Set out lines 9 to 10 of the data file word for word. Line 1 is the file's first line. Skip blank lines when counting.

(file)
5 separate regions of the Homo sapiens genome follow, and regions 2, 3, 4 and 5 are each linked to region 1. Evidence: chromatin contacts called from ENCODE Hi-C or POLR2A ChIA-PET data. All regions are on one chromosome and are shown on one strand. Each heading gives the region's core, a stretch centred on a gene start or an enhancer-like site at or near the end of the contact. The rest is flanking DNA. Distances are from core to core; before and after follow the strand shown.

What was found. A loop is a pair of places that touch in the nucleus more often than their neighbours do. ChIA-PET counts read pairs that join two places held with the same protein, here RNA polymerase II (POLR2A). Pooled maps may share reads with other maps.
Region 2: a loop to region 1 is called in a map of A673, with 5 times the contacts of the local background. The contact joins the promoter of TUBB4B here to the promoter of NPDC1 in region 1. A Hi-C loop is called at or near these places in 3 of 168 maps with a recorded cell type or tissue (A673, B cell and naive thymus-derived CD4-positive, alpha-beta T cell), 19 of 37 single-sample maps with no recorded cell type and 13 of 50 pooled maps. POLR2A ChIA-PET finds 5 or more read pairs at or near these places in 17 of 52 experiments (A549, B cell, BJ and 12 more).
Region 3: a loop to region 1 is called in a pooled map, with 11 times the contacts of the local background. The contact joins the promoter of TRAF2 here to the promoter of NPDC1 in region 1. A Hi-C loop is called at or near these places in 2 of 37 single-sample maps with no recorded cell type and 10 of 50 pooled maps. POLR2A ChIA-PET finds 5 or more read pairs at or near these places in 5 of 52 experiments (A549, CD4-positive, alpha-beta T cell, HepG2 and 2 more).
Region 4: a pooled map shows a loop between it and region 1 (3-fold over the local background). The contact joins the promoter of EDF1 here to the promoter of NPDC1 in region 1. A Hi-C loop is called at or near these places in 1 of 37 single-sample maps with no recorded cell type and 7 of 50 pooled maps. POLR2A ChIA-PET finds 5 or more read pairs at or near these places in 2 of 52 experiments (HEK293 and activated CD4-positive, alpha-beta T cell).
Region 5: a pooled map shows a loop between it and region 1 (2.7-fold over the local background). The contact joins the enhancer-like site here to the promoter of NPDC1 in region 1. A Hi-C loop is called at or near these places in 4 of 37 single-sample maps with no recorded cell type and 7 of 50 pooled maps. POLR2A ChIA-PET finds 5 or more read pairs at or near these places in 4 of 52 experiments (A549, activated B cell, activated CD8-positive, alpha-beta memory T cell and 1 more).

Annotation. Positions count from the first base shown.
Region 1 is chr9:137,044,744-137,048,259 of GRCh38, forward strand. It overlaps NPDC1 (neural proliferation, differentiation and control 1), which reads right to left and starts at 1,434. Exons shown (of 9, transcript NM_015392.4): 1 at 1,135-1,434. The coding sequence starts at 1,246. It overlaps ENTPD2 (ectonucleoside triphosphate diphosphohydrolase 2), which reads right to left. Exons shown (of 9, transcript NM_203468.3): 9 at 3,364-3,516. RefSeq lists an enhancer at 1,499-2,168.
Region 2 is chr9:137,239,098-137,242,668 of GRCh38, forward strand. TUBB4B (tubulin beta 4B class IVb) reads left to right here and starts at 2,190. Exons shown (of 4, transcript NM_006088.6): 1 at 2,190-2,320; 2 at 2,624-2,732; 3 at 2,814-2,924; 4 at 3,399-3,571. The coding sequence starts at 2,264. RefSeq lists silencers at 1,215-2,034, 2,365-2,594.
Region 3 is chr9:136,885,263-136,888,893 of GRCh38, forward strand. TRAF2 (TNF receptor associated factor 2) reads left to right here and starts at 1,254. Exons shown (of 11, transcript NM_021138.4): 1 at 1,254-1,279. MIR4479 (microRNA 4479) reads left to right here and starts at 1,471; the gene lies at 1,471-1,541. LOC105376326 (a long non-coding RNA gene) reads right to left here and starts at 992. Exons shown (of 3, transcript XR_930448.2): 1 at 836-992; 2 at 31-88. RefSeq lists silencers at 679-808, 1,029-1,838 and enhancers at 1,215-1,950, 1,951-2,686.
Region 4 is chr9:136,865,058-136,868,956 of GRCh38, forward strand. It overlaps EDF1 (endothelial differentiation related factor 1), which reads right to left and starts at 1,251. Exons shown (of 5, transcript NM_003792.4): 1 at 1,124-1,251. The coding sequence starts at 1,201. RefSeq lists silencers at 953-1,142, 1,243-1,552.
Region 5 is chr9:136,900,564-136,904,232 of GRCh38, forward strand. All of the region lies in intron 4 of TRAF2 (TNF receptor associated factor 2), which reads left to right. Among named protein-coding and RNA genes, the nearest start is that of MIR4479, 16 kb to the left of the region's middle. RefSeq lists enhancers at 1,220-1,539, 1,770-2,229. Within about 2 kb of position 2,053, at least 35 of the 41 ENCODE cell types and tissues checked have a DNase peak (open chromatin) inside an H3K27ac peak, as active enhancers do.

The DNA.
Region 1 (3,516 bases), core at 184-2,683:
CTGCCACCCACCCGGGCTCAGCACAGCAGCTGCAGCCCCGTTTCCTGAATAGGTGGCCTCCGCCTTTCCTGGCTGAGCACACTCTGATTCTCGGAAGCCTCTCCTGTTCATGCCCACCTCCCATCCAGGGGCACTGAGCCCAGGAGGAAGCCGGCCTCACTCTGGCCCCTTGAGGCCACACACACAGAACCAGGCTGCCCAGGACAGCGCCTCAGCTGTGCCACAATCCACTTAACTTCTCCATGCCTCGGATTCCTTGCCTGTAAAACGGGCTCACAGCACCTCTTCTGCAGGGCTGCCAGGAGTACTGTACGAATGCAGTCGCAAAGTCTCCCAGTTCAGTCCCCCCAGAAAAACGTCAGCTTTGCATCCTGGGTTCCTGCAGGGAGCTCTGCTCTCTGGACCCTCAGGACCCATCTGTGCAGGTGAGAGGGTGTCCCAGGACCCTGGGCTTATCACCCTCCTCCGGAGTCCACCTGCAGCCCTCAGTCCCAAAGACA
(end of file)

Region 2 is chr9:137,239,098-137,242,668 of GRCh38, forward strand. TUBB4B (tubulin beta 4B class IVb) reads left to right here and starts at 2,190. Exons shown (of 4, transcript NM_006088.6): 1 at 2,190-2,320; 2 at 2,624-2,732; 3 at 2,814-2,924; 4 at 3,399-3,571. The coding sequence starts at 2,264. RefSeq lists silencers at 1,215-2,034, 2,365-2,594.
Region 3 is chr9:136,885,263-136,888,893 of GRCh38, forward strand. TRAF2 (TNF receptor associated factor 2) reads left to right here and starts at 1,254. Exons shown (of 11, transcript NM_021138.4): 1 at 1,254-1,279. MIR4479 (microRNA 4479) reads left to right here and starts at 1,471; the gene lies at 1,471-1,541. LOC105376326 (a long non-coding RNA gene) reads right to left here and starts at 992. Exons shown (of 3, transcript XR_930448.2): 1 at 836-992; 2 at 31-88. RefSeq lists silencers at 679-808, 1,029-1,838 and enhancers at 1,215-1,950, 1,951-2,686.